The Czech Republic is considering several options for replacing its air force's obsolete Mikoyan Mig-21s, including 10 to 14 ex-UK Royal Air Force Tornado F3s, as a temporary measure to protect its airspace, says defence minister Jaroslav Tvrdík (Flight International, 22-28 April).

Other possibilities include a purchase of new aircraft, leaving the air defence mission to NATO partners, or not buying any aircraft, he says. But Tvrdík, speaking after a recent meeting with his UK counterpart Geoff Hoon in Prague, said the Czech defence ministry would like to see the country's airspace guarded by "local means".

The Czech Security Council asked Tvrdík to come up with proposals for re-equipping the Czech air force by the end of June. He is due to visit the UK before that deadline for further discussions.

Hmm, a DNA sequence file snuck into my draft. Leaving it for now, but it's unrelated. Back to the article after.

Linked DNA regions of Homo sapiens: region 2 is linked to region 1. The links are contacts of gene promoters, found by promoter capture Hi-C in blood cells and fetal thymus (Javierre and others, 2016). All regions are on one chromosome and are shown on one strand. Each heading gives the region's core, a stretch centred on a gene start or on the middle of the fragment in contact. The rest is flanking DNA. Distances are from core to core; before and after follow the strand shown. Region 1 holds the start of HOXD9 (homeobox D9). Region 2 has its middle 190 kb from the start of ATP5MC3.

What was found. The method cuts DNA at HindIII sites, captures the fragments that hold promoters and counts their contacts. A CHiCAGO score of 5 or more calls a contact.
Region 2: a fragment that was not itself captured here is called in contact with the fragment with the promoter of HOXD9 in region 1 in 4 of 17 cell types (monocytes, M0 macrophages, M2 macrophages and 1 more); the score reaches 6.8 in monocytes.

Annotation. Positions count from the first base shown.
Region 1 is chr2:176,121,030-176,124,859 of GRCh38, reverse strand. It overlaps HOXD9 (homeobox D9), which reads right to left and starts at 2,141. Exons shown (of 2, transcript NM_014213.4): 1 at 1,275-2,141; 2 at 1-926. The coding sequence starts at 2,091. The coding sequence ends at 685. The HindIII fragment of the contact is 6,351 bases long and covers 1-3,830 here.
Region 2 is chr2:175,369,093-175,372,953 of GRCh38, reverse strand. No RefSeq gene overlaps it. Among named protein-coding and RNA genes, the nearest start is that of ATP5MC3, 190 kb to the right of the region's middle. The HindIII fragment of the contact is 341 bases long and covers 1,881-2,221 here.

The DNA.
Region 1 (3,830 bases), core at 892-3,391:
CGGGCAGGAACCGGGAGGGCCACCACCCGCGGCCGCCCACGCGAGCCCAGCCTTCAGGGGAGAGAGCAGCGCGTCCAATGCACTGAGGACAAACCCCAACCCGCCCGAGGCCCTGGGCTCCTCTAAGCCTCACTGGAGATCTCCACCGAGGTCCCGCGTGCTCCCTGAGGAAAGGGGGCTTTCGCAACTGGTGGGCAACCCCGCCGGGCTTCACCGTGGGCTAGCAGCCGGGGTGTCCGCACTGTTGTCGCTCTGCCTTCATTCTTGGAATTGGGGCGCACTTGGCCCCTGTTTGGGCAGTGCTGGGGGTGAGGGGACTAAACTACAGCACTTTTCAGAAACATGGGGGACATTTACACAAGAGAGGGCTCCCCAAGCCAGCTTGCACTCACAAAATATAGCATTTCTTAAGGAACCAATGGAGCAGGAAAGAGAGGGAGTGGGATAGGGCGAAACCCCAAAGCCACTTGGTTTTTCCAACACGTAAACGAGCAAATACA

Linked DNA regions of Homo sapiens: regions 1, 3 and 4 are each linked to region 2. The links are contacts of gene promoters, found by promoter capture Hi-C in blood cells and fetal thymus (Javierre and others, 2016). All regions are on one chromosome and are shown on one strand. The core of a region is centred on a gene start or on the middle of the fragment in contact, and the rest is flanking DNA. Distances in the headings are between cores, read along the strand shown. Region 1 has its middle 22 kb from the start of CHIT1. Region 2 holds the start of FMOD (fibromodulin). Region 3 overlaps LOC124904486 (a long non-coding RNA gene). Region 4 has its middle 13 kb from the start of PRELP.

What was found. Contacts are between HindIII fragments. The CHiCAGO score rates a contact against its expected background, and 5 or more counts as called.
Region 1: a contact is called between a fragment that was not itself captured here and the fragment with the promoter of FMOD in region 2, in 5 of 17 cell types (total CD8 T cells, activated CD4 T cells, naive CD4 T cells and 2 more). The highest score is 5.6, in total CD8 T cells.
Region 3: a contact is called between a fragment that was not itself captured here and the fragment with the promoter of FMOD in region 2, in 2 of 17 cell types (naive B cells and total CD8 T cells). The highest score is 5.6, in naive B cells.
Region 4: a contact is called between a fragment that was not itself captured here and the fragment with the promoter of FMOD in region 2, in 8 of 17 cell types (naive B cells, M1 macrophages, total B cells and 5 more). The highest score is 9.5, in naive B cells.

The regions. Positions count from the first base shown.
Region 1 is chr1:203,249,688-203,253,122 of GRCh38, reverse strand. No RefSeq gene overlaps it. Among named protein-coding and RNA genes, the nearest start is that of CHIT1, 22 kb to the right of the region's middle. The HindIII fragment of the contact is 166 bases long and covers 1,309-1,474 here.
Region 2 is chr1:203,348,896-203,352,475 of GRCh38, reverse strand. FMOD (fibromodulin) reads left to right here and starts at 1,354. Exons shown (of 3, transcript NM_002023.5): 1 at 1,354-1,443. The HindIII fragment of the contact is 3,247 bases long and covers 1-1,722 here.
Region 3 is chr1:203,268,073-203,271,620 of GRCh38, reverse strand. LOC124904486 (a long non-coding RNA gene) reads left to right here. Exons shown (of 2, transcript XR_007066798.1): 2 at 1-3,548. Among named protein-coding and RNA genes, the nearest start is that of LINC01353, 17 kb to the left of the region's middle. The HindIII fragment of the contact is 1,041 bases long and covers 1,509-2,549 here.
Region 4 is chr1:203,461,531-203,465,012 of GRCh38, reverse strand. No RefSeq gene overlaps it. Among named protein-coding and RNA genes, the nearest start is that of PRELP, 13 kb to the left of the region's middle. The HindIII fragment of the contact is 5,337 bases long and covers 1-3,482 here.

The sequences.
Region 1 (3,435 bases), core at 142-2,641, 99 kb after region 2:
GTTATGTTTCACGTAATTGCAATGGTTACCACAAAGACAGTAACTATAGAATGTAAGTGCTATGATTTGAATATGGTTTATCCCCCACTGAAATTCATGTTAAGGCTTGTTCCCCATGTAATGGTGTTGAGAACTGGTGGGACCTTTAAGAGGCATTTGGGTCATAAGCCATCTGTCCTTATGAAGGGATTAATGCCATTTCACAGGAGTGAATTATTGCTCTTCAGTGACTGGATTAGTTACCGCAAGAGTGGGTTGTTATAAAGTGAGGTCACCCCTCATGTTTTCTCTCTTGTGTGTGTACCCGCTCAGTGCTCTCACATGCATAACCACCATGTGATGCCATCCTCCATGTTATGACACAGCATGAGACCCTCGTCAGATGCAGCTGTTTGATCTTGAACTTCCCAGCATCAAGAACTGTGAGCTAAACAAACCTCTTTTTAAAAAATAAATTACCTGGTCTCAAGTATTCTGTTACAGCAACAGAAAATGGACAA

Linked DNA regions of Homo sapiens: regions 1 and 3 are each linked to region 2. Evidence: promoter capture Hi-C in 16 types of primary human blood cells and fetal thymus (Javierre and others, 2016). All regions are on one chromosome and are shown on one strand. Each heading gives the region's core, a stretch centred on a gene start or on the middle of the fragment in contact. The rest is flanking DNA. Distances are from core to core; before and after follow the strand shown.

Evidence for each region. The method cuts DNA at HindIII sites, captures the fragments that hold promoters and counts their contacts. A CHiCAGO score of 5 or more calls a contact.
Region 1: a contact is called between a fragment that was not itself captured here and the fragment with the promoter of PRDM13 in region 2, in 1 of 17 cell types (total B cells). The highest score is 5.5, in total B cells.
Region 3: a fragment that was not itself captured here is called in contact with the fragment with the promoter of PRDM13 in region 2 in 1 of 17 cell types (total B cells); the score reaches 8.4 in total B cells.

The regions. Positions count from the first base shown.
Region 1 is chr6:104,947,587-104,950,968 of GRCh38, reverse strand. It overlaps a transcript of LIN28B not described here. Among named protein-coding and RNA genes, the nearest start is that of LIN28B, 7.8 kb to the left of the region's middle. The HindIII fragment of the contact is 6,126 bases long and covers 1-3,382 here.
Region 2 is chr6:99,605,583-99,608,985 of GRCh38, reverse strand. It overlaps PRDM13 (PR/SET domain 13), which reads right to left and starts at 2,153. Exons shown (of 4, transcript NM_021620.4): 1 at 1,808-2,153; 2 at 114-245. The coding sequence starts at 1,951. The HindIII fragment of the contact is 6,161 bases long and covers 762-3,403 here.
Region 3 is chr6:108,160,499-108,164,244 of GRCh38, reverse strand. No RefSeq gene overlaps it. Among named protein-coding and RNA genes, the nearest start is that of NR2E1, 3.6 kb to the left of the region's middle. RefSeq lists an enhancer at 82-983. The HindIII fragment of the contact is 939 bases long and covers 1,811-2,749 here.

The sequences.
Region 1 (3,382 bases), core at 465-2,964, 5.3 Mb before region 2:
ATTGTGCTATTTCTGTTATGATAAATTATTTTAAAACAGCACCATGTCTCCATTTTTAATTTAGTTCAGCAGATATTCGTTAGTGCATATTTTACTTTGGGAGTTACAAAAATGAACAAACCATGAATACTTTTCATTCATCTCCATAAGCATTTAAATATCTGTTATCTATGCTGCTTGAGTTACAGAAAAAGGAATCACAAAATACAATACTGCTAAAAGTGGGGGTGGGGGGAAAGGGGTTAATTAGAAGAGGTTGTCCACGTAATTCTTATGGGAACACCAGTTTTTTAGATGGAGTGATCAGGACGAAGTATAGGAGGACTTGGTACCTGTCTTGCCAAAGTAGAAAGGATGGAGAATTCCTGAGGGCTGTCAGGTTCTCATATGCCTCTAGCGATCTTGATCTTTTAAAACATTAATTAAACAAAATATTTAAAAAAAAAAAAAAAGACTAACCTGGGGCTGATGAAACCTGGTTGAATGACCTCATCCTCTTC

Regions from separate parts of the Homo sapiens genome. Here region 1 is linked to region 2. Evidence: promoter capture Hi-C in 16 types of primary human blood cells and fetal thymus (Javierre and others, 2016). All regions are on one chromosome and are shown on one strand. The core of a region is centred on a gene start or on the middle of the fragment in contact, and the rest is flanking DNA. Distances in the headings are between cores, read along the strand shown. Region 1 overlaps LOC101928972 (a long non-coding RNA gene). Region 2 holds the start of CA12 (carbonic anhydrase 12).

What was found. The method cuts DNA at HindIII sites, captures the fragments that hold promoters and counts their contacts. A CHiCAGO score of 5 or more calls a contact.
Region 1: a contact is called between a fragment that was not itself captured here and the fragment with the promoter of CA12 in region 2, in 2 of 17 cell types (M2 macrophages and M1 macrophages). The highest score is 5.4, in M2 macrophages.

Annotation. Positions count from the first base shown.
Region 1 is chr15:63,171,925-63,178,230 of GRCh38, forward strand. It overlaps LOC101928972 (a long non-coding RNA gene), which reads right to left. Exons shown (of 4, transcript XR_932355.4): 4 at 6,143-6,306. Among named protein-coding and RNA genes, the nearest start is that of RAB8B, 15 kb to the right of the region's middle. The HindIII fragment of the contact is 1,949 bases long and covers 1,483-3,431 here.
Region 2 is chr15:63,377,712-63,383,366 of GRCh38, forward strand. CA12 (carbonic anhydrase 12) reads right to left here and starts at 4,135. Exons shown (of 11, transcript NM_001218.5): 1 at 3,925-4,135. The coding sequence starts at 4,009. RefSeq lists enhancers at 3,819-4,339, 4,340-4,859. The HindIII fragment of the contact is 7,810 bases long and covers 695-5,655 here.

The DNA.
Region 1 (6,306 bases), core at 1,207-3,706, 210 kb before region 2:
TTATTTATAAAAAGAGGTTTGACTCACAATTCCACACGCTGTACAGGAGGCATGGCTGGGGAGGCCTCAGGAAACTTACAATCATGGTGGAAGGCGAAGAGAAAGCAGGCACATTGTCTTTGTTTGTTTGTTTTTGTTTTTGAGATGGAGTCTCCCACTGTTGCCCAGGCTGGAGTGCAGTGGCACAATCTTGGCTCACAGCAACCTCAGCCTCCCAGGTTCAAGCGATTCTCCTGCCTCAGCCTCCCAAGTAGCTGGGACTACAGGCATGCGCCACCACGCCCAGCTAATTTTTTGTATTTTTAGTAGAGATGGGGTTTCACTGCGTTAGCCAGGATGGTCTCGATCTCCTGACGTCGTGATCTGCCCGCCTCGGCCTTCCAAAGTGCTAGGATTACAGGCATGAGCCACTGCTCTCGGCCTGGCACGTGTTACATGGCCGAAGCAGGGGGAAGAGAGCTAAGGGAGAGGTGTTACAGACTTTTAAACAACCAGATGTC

If the Czech Republic decides to purchase used aircraft, but comes to no agreement with the UK, Tvrdík says it could opt for used Lockheed Martin F-16s. The so-called "zero option", under which the country would have no fighters at all after 2005, could mean the Czech air force would buy the US Joint Strike Fighter about five years later.

The option under which Czech airspace would at least temporarily be protected by its NATO allies would be made easier if the US Department of Defense decides to move one of its military air bases from Germany to the Czech Republic.

Prague cancelled a deal for 24 Saab/BAE Systems Gripens in November and has been evaluating offers of used fighters, including Lockheed Martin F-16s from Belgium, Israel and Turkey and Canadian Forces' Boeing CF-18s.

Source: Flight International